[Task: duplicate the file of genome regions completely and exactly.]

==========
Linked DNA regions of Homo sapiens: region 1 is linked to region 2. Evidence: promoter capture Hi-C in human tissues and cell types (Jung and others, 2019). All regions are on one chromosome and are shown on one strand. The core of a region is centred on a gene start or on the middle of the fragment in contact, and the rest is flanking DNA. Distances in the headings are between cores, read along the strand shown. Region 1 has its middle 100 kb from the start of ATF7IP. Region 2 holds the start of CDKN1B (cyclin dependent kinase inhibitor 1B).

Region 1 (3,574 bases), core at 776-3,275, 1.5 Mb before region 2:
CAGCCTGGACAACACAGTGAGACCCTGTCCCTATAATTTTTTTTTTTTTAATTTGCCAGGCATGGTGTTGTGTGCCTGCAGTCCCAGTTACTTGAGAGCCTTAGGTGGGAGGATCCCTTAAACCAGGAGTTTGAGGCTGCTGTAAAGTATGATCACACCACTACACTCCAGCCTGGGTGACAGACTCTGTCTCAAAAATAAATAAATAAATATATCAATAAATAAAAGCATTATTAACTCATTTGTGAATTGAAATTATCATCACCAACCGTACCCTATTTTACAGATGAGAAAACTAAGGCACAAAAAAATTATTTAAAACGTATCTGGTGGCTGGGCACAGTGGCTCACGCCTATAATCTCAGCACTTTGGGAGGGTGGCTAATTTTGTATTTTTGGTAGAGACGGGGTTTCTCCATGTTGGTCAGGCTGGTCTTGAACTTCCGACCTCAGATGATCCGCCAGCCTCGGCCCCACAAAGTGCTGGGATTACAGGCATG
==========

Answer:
Linked DNA regions of Homo sapiens: region 1 is linked to region 2. Evidence: promoter capture Hi-C in human tissues and cell types (Jung and others, 2019). All regions are on one chromosome and are shown on one strand. The core of a region is centred on a gene start or on the middle of the fragment in contact, and the rest is flanking DNA. Distances in the headings are between cores, read along the strand shown. Region 1 has its middle 100 kb from the start of ATF7IP. Region 2 holds the start of CDKN1B (cyclin dependent kinase inhibitor 1B).

Region 1 (3,574 bases), core at 776-3,275, 1.5 Mb before region 2:
CAGCCTGGACAACACAGTGAGACCCTGTCCCTATAATTTTTTTTTTTTTAATTTGCCAGGCATGGTGTTGTGTGCCTGCAGTCCCAGTTACTTGAGAGCCTTAGGTGGGAGGATCCCTTAAACCAGGAGTTTGAGGCTGCTGTAAAGTATGATCACACCACTACACTCCAGCCTGGGTGACAGACTCTGTCTCAAAAATAAATAAATAAATATATCAATAAATAAAAGCATTATTAACTCATTTGTGAATTGAAATTATCATCACCAACCGTACCCTATTTTACAGATGAGAAAACTAAGGCACAAAAAAATTATTTAAAACGTATCTGGTGGCTGGGCACAGTGGCTCACGCCTATAATCTCAGCACTTTGGGAGGGTGGCTAATTTTGTATTTTTGGTAGAGACGGGGTTTCTCCATGTTGGTCAGGCTGGTCTTGAACTTCCGACCTCAGATGATCCGCCAGCCTCGGCCCCACAAAGTGCTGGGATTACAGGCATG